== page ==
A new report by The Equality and Human Rights Commission says that ‘Religious employees feel under pressure to keep their beliefs and faith symbols hidden at work.’ I am assuming this doesn’t include vicars, priests, imams and those of other religious ‘faiths’, but, the report goes on, ‘those who were openly Christian complained of being mocked as bigots, sometimes because of their stance on same-sex relationships.’ Now, I am not normally regarded as the sharpest tool in the box, but even I can see a certain contradiction here. If you take a religious ‘stance on same-sex relationships’, I am pretty sure that it will not be entirely supportive.

On the first part of the report, I do not know who is exerting pressure on the devout ‘to keep their beliefs and faith symbols hidden at work’ and, quite frankly, I don’t think there is anyone. When I worked for the government, I did not feel the need to keep my atheism hidden, but then again I wasn’t told to keep my atheism hidden. This could be because I was there to work, not to spread the word that God probably doesn’t exist. I did not need to have special days off to celebrate my lack of belief or to go to a special room to give thanks to no one at all for the existence of Richard Dawkins, Lawrence Krauss and Sam Harris. I did not ask to wear Dawkins T shirts to work as a non religious symbol. Nor could I allow my lack of ‘faith’ to affect my work. I could not refuse to work with those for whom God has little time, like homosexuals or, in the case of many religions, women.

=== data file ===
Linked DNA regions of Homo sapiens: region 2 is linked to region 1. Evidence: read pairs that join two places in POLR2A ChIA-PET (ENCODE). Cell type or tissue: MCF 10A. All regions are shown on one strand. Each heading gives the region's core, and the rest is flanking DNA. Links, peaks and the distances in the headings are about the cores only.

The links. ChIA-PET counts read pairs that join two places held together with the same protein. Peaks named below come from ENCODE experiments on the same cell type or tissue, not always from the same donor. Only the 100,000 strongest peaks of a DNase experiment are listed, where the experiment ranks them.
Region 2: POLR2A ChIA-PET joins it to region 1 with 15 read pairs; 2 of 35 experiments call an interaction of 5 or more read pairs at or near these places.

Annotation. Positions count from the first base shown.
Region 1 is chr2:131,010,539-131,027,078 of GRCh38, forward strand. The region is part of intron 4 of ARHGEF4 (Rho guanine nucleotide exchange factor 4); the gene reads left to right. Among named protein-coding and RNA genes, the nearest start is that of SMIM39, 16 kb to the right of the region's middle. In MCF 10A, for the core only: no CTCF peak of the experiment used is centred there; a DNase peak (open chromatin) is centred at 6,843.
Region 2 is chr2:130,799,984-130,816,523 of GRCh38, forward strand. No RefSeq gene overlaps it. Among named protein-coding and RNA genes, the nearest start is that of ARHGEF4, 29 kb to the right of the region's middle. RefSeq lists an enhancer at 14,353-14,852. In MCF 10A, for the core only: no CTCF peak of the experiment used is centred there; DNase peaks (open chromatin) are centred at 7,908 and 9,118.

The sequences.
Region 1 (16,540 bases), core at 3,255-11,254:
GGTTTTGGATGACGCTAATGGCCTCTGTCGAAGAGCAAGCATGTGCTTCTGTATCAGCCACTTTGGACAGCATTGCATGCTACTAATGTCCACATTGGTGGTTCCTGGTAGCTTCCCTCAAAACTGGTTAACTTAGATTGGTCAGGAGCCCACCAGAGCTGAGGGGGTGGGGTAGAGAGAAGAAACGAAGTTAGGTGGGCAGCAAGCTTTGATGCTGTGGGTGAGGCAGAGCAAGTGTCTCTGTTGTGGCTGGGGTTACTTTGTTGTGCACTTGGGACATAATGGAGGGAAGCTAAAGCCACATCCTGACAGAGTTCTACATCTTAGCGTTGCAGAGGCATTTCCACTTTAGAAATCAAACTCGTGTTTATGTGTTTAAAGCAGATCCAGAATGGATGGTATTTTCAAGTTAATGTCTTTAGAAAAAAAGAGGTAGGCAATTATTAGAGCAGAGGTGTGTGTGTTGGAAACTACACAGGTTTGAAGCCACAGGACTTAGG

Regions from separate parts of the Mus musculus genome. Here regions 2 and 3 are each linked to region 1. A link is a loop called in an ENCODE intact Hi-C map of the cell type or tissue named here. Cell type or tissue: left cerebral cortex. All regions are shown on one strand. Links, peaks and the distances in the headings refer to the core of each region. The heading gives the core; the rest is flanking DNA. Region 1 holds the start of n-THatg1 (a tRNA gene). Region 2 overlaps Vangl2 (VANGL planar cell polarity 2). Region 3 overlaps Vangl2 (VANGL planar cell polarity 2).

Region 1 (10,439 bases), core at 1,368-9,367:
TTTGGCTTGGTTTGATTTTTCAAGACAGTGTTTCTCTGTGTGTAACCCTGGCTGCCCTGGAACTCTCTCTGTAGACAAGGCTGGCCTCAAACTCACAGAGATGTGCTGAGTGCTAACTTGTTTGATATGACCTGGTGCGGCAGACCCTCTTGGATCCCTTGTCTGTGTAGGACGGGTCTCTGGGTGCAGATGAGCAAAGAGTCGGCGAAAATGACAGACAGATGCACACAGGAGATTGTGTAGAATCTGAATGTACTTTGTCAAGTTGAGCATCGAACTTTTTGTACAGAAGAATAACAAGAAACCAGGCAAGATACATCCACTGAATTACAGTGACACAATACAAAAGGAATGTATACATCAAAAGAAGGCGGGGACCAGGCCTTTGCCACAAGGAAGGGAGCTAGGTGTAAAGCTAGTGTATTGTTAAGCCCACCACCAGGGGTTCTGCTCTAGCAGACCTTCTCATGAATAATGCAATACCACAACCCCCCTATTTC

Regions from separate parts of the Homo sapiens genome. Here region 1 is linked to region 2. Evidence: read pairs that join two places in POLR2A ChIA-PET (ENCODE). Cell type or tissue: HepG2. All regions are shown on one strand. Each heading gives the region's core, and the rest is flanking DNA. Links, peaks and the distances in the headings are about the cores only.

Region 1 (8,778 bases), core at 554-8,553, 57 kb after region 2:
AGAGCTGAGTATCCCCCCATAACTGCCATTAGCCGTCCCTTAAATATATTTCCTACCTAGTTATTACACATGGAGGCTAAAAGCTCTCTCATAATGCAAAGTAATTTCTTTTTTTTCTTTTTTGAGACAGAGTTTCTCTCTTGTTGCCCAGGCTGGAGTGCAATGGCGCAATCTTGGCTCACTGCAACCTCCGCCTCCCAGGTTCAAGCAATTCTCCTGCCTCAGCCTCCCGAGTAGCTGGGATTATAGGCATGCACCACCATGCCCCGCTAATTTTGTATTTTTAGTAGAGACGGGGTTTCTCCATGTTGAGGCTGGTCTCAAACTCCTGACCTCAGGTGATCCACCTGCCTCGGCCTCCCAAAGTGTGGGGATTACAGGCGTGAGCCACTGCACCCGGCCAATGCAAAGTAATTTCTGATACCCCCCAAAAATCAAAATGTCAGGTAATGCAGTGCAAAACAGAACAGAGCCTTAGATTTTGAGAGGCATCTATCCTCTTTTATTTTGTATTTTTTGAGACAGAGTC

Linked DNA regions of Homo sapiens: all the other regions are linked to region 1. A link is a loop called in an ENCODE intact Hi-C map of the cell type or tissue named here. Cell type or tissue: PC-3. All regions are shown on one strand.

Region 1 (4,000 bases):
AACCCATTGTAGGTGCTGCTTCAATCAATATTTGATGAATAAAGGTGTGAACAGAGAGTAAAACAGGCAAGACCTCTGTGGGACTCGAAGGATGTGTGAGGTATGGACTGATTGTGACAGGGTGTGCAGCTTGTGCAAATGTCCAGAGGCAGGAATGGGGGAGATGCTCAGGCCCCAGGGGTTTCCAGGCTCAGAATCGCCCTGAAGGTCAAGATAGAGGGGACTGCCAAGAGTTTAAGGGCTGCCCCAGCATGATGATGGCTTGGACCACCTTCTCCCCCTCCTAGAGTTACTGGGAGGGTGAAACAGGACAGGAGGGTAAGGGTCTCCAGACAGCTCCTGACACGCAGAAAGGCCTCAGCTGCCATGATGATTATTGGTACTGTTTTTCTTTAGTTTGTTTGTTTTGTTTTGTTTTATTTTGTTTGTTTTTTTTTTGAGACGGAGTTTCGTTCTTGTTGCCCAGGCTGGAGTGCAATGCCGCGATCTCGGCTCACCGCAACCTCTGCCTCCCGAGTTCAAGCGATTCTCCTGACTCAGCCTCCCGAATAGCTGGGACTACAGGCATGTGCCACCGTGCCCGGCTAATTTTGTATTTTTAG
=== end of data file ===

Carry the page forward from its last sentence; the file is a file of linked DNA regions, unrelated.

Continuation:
What is it with homosexuals that so concerns theists throughout the world? A religious guest – a magistrate, believe it or not – on BBC Radio Five Live this morning referred to straight people as ‘normal’ and was ‘forced’ to attend a course on equality. Well, quite right too. If he – it was a he, I am not generalising – wanted to carry out his job as a magistrate but did not want to deal with cases that – God forbid (and doubtless he did forbid) – involved non ‘normal’ people, then perhaps he should look for alternative employment? How about applying to be a vicar? I know that hardly anyone goes to church these days, apart from weddings and funerals, but that needn’t be an obstacle. He could talk to himself because that’s what most religious people do anyway. It’s called praying.

In an ideal world, people will leave their religion at the office or factory entrance and pick it up on the way home. Or better still, leave it at home.

My view about same-sex relationships is simple: I couldn’t care less what kind of relationship someone has, you are what you are and anyway it’s none of my business.

If some people feel they are ‘being mocked as bigots…for their stance on same-sex relationships’ then that’s because they are bigots and deserve all the mocking they get.

And one thing is certain: homosexuality is real, it exists, and that’s more than you can say about God.